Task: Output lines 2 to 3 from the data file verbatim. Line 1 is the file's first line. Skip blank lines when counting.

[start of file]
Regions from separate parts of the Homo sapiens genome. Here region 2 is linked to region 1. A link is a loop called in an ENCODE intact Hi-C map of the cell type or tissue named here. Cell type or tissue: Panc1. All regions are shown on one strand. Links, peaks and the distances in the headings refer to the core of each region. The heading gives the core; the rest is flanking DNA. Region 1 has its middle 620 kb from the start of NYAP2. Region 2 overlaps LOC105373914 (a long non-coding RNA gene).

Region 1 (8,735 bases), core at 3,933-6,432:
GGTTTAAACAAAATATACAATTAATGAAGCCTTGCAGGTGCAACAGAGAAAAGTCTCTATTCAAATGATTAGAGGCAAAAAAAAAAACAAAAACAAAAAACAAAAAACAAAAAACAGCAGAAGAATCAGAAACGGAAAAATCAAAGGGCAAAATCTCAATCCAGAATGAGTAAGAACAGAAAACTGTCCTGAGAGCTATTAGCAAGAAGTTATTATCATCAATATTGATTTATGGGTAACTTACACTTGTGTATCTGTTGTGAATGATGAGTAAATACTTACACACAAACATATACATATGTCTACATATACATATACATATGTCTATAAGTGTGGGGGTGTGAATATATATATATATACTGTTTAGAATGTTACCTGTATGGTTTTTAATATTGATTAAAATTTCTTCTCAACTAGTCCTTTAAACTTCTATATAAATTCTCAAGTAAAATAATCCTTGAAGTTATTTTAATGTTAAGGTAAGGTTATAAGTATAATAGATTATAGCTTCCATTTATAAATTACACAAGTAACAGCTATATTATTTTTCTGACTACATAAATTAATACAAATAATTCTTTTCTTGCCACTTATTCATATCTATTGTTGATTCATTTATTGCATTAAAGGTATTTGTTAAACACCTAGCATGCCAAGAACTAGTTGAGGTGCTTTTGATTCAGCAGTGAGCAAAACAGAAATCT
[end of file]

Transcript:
Region 1 (8,735 bases), core at 3,933-6,432:
GGTTTAAACAAAATATACAATTAATGAAGCCTTGCAGGTGCAACAGAGAAAAGTCTCTATTCAAATGATTAGAGGCAAAAAAAAAAACAAAAACAAAAAACAAAAAACAAAAAACAGCAGAAGAATCAGAAACGGAAAAATCAAAGGGCAAAATCTCAATCCAGAATGAGTAAGAACAGAAAACTGTCCTGAGAGCTATTAGCAAGAAGTTATTATCATCAATATTGATTTATGGGTAACTTACACTTGTGTATCTGTTGTGAATGATGAGTAAATACTTACACACAAACATATACATATGTCTACATATACATATACATATGTCTATAAGTGTGGGGGTGTGAATATATATATATATACTGTTTAGAATGTTACCTGTATGGTTTTTAATATTGATTAAAATTTCTTCTCAACTAGTCCTTTAAACTTCTATATAAATTCTCAAGTAAAATAATCCTTGAAGTTATTTTAATGTTAAGGTAAGGTTATAAGTATAATAGATTATAGCTTCCATTTATAAATTACACAAGTAACAGCTATATTATTTTTCTGACTACATAAATTAATACAAATAATTCTTTTCTTGCCACTTATTCATATCTATTGTTGATTCATTTATTGCATTAAAGGTATTTGTTAAACACCTAGCATGCCAAGAACTAGTTGAGGTGCTTTTGATTCAGCAGTGAGCAAAACAGAAATCT